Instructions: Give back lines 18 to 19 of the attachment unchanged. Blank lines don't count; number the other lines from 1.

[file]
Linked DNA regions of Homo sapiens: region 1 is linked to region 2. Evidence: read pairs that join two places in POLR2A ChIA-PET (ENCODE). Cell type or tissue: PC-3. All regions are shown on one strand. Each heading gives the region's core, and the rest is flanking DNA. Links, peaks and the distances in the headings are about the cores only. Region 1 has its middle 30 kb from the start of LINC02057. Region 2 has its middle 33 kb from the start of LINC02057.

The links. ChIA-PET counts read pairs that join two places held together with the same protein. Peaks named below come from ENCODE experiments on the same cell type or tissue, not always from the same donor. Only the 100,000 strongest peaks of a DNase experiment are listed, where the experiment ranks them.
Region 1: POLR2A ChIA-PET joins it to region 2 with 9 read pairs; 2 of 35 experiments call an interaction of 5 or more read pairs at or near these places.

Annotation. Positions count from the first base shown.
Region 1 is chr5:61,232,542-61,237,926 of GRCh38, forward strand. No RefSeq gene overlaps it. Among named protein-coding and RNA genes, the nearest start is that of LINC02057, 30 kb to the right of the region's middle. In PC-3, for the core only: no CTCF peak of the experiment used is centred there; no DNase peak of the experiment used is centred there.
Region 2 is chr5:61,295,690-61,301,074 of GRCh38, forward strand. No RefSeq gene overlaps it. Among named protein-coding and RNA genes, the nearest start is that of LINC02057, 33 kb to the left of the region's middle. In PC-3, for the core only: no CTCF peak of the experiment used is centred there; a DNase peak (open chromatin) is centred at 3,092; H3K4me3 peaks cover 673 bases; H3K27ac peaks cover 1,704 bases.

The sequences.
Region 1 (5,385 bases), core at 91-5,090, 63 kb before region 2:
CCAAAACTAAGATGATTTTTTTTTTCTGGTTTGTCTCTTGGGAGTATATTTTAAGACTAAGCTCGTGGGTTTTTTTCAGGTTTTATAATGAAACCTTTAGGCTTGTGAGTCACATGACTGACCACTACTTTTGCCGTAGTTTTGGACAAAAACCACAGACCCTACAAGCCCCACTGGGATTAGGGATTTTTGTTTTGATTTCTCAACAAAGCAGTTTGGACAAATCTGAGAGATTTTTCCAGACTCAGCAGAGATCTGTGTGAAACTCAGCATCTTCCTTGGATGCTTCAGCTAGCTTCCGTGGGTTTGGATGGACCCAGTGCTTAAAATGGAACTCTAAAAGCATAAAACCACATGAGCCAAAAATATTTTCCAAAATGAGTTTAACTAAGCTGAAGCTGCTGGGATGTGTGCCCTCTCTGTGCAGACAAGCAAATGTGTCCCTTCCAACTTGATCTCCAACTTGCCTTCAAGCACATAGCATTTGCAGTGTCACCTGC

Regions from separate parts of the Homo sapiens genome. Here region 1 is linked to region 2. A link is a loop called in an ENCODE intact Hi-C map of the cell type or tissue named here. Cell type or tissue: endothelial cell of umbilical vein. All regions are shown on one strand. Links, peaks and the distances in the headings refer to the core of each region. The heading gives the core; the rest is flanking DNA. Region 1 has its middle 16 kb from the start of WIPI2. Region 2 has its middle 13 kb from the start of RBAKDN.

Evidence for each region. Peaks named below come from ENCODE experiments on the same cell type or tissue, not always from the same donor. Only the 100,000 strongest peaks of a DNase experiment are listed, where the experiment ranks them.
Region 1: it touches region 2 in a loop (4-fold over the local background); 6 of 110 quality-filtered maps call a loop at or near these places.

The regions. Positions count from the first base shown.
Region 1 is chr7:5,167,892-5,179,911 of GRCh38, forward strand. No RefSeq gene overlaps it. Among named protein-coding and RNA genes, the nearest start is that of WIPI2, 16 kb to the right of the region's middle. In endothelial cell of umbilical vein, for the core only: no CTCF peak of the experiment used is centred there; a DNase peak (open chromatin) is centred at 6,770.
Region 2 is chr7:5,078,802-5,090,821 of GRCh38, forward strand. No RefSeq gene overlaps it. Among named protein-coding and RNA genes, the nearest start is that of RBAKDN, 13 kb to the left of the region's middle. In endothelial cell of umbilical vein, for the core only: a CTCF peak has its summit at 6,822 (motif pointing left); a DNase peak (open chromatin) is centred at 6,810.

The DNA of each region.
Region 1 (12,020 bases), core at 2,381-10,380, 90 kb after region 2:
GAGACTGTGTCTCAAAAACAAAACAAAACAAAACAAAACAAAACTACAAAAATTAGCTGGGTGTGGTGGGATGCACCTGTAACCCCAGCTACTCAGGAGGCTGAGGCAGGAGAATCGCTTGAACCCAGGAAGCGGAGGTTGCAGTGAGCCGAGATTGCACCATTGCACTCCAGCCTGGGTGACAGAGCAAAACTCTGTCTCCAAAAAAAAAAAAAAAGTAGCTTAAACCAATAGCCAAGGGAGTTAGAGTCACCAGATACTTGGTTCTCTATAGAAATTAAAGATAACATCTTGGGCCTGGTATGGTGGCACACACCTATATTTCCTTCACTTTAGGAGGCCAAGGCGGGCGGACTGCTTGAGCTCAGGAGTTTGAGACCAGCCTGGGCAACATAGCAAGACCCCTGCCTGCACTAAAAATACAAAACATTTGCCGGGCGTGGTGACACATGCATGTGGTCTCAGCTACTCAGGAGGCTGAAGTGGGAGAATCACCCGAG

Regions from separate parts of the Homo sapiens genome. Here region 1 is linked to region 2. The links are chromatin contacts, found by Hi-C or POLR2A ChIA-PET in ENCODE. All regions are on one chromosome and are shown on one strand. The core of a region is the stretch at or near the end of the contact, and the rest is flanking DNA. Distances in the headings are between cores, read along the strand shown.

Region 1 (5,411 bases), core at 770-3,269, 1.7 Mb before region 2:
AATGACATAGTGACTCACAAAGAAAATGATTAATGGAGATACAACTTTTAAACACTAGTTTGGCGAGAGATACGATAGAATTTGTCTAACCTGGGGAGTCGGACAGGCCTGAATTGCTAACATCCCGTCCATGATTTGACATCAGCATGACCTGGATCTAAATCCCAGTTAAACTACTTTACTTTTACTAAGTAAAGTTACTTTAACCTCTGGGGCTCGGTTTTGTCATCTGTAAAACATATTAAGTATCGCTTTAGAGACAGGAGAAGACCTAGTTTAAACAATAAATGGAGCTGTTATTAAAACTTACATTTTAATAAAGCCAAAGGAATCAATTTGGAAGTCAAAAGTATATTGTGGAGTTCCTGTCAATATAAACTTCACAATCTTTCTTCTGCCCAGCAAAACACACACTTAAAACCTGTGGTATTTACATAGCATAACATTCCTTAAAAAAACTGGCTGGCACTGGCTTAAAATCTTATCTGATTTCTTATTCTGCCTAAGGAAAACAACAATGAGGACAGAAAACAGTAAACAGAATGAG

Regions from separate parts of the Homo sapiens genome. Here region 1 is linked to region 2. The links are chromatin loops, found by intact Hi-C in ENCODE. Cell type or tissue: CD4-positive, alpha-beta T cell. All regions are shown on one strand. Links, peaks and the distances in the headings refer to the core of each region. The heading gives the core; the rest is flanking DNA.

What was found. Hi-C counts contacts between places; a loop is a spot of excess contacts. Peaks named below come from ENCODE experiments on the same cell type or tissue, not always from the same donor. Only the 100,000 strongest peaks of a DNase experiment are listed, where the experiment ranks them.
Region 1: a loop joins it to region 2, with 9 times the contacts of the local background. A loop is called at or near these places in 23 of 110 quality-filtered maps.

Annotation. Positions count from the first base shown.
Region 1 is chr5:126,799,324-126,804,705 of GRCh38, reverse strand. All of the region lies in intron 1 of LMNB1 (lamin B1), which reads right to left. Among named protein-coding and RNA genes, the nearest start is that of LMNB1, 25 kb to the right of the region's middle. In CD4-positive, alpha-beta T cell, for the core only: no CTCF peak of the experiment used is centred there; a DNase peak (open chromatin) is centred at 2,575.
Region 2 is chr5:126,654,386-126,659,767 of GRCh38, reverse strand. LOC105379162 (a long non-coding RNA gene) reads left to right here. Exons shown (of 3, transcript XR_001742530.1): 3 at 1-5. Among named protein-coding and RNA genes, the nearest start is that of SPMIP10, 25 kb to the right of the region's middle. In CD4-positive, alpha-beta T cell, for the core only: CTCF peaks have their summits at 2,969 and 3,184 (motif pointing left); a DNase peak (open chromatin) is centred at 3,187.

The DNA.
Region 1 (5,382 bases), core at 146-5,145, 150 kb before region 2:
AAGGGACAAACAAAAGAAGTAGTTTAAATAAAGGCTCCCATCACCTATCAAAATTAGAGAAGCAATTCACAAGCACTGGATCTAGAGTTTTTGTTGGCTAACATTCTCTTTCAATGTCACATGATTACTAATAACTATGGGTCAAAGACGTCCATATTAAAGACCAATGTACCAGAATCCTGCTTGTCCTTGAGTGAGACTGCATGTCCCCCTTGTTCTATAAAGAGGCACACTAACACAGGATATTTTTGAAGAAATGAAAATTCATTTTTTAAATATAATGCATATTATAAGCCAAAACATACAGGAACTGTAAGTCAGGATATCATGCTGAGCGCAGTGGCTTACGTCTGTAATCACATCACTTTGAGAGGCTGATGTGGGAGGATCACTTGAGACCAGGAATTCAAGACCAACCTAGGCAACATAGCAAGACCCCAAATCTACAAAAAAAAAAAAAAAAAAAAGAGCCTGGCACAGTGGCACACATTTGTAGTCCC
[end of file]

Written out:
GAGACTGTGTCTCAAAAACAAAACAAAACAAAACAAAACAAAACTACAAAAATTAGCTGGGTGTGGTGGGATGCACCTGTAACCCCAGCTACTCAGGAGGCTGAGGCAGGAGAATCGCTTGAACCCAGGAAGCGGAGGTTGCAGTGAGCCGAGATTGCACCATTGCACTCCAGCCTGGGTGACAGAGCAAAACTCTGTCTCCAAAAAAAAAAAAAAAGTAGCTTAAACCAATAGCCAAGGGAGTTAGAGTCACCAGATACTTGGTTCTCTATAGAAATTAAAGATAACATCTTGGGCCTGGTATGGTGGCACACACCTATATTTCCTTCACTTTAGGAGGCCAAGGCGGGCGGACTGCTTGAGCTCAGGAGTTTGAGACCAGCCTGGGCAACATAGCAAGACCCCTGCCTGCACTAAAAATACAAAACATTTGCCGGGCGTGGTGACACATGCATGTGGTCTCAGCTACTCAGGAGGCTGAAGTGGGAGAATCACCCGAG

Regions from separate parts of the Homo sapiens genome. Here region 1 is linked to region 2. The links are chromatin contacts, found by Hi-C or POLR2A ChIA-PET in ENCODE. All regions are on one chromosome and are shown on one strand. The core of a region is the stretch at or near the end of the contact, and the rest is flanking DNA. Distances in the headings are between cores, read along the strand shown.